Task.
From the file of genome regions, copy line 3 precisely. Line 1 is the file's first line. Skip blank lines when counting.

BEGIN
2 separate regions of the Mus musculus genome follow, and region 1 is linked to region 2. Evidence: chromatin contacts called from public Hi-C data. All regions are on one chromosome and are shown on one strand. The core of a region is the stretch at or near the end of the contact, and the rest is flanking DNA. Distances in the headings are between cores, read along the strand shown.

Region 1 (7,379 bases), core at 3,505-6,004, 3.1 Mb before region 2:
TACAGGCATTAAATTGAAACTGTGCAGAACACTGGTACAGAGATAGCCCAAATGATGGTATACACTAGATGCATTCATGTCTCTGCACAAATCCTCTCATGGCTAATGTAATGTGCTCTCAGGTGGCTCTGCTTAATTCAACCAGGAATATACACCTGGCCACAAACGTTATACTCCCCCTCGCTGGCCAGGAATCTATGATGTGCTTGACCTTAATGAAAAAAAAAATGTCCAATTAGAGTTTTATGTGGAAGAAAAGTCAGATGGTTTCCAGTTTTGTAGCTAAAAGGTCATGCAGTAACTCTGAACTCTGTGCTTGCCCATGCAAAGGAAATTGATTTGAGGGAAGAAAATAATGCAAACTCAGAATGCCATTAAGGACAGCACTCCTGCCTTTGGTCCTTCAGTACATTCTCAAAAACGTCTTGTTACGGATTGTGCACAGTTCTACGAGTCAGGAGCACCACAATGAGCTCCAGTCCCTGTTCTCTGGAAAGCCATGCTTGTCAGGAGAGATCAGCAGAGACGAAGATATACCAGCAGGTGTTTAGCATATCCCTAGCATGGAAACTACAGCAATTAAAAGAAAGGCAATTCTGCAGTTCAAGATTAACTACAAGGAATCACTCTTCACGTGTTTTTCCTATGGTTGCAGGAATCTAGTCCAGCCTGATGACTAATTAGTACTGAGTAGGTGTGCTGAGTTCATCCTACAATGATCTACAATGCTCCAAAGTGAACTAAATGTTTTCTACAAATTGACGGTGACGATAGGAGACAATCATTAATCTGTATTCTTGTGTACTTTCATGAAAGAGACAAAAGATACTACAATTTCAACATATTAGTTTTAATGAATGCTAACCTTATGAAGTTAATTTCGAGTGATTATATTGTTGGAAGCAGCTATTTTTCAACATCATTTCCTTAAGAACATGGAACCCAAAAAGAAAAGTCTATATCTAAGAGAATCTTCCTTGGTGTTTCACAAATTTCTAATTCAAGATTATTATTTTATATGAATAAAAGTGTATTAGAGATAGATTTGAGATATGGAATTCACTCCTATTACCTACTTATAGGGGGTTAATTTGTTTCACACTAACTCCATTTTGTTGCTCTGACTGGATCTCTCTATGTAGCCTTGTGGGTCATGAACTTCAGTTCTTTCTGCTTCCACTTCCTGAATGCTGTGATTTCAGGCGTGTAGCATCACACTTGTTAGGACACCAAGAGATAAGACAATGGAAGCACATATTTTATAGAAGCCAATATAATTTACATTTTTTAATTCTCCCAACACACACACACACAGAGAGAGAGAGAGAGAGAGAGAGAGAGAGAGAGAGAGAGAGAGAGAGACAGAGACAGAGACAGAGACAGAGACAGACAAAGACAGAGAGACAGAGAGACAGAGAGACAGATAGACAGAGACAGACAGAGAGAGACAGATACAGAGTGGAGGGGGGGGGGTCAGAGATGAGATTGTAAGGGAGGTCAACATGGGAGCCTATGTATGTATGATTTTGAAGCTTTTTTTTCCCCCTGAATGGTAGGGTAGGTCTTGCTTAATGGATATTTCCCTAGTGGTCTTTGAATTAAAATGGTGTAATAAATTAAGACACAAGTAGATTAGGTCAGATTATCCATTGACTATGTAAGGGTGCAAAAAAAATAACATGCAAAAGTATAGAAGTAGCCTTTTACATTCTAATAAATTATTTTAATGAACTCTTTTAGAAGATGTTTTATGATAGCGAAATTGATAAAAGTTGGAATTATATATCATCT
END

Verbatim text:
TACAGGCATTAAATTGAAACTGTGCAGAACACTGGTACAGAGATAGCCCAAATGATGGTATACACTAGATGCATTCATGTCTCTGCACAAATCCTCTCATGGCTAATGTAATGTGCTCTCAGGTGGCTCTGCTTAATTCAACCAGGAATATACACCTGGCCACAAACGTTATACTCCCCCTCGCTGGCCAGGAATCTATGATGTGCTTGACCTTAATGAAAAAAAAAATGTCCAATTAGAGTTTTATGTGGAAGAAAAGTCAGATGGTTTCCAGTTTTGTAGCTAAAAGGTCATGCAGTAACTCTGAACTCTGTGCTTGCCCATGCAAAGGAAATTGATTTGAGGGAAGAAAATAATGCAAACTCAGAATGCCATTAAGGACAGCACTCCTGCCTTTGGTCCTTCAGTACATTCTCAAAAACGTCTTGTTACGGATTGTGCACAGTTCTACGAGTCAGGAGCACCACAATGAGCTCCAGTCCCTGTTCTCTGGAAAGCCATGCTTGTCAGGAGAGATCAGCAGAGACGAAGATATACCAGCAGGTGTTTAGCATATCCCTAGCATGGAAACTACAGCAATTAAAAGAAAGGCAATTCTGCAGTTCAAGATTAACTACAAGGAATCACTCTTCACGTGTTTTTCCTATGGTTGCAGGAATCTAGTCCAGCCTGATGACTAATTAGTACTGAGTAGGTGTGCTGAGTTCATCCTACAATGATCTACAATGCTCCAAAGTGAACTAAATGTTTTCTACAAATTGACGGTGACGATAGGAGACAATCATTAATCTGTATTCTTGTGTACTTTCATGAAAGAGACAAAAGATACTACAATTTCAACATATTAGTTTTAATGAATGCTAACCTTATGAAGTTAATTTCGAGTGATTATATTGTTGGAAGCAGCTATTTTTCAACATCATTTCCTTAAGAACATGGAACCCAAAAAGAAAAGTCTATATCTAAGAGAATCTTCCTTGGTGTTTCACAAATTTCTAATTCAAGATTATTATTTTATATGAATAAAAGTGTATTAGAGATAGATTTGAGATATGGAATTCACTCCTATTACCTACTTATAGGGGGTTAATTTGTTTCACACTAACTCCATTTTGTTGCTCTGACTGGATCTCTCTATGTAGCCTTGTGGGTCATGAACTTCAGTTCTTTCTGCTTCCACTTCCTGAATGCTGTGATTTCAGGCGTGTAGCATCACACTTGTTAGGACACCAAGAGATAAGACAATGGAAGCACATATTTTATAGAAGCCAATATAATTTACATTTTTTAATTCTCCCAACACACACACACACAGAGAGAGAGAGAGAGAGAGAGAGAGAGAGAGAGAGAGAGAGAGAGAGACAGAGACAGAGACAGAGACAGAGACAGACAAAGACAGAGAGACAGAGAGACAGAGAGACAGATAGACAGAGACAGACAGAGAGAGACAGATACAGAGTGGAGGGGGGGGGGTCAGAGATGAGATTGTAAGGGAGGTCAACATGGGAGCCTATGTATGTATGATTTTGAAGCTTTTTTTTCCCCCTGAATGGTAGGGTAGGTCTTGCTTAATGGATATTTCCCTAGTGGTCTTTGAATTAAAATGGTGTAATAAATTAAGACACAAGTAGATTAGGTCAGATTATCCATTGACTATGTAAGGGTGCAAAAAAAATAACATGCAAAAGTATAGAAGTAGCCTTTTACATTCTAATAAATTATTTTAATGAACTCTTTTAGAAGATGTTTTATGATAGCGAAATTGATAAAAGTTGGAATTATATATCATCT